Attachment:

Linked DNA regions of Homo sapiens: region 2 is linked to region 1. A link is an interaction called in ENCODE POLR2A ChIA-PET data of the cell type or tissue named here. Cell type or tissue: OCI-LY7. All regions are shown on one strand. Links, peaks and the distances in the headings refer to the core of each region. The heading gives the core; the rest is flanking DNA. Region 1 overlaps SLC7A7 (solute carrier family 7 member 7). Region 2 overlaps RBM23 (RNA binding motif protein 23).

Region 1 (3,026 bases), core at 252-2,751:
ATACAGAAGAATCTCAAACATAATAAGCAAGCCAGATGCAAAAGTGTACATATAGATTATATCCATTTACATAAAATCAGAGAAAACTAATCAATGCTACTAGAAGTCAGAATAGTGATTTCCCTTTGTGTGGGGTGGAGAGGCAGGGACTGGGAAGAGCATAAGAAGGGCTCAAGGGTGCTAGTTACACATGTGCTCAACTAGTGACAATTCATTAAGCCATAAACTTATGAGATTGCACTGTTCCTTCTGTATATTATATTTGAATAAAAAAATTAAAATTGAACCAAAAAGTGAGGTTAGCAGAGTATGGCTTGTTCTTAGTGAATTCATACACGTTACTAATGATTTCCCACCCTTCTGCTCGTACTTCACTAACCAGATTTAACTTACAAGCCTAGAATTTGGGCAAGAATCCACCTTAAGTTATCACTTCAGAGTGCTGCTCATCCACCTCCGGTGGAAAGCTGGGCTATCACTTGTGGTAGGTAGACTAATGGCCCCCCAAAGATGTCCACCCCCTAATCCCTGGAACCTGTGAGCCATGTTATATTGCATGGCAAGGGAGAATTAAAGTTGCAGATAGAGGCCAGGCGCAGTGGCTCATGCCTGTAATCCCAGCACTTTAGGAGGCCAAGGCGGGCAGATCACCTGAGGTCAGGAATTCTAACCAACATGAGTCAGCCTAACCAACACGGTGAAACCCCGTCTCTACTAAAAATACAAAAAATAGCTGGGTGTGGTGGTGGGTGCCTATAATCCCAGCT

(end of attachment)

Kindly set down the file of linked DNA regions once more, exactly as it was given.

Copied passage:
Linked DNA regions of Homo sapiens: region 2 is linked to region 1. A link is an interaction called in ENCODE POLR2A ChIA-PET data of the cell type or tissue named here. Cell type or tissue: OCI-LY7. All regions are shown on one strand. Links, peaks and the distances in the headings refer to the core of each region. The heading gives the core; the rest is flanking DNA. Region 1 overlaps SLC7A7 (solute carrier family 7 member 7). Region 2 overlaps RBM23 (RNA binding motif protein 23).

Region 1 (3,026 bases), core at 252-2,751:
ATACAGAAGAATCTCAAACATAATAAGCAAGCCAGATGCAAAAGTGTACATATAGATTATATCCATTTACATAAAATCAGAGAAAACTAATCAATGCTACTAGAAGTCAGAATAGTGATTTCCCTTTGTGTGGGGTGGAGAGGCAGGGACTGGGAAGAGCATAAGAAGGGCTCAAGGGTGCTAGTTACACATGTGCTCAACTAGTGACAATTCATTAAGCCATAAACTTATGAGATTGCACTGTTCCTTCTGTATATTATATTTGAATAAAAAAATTAAAATTGAACCAAAAAGTGAGGTTAGCAGAGTATGGCTTGTTCTTAGTGAATTCATACACGTTACTAATGATTTCCCACCCTTCTGCTCGTACTTCACTAACCAGATTTAACTTACAAGCCTAGAATTTGGGCAAGAATCCACCTTAAGTTATCACTTCAGAGTGCTGCTCATCCACCTCCGGTGGAAAGCTGGGCTATCACTTGTGGTAGGTAGACTAATGGCCCCCCAAAGATGTCCACCCCCTAATCCCTGGAACCTGTGAGCCATGTTATATTGCATGGCAAGGGAGAATTAAAGTTGCAGATAGAGGCCAGGCGCAGTGGCTCATGCCTGTAATCCCAGCACTTTAGGAGGCCAAGGCGGGCAGATCACCTGAGGTCAGGAATTCTAACCAACATGAGTCAGCCTAACCAACACGGTGAAACCCCGTCTCTACTAAAAATACAAAAAATAGCTGGGTGTGGTGGTGGGTGCCTATAATCCCAGCT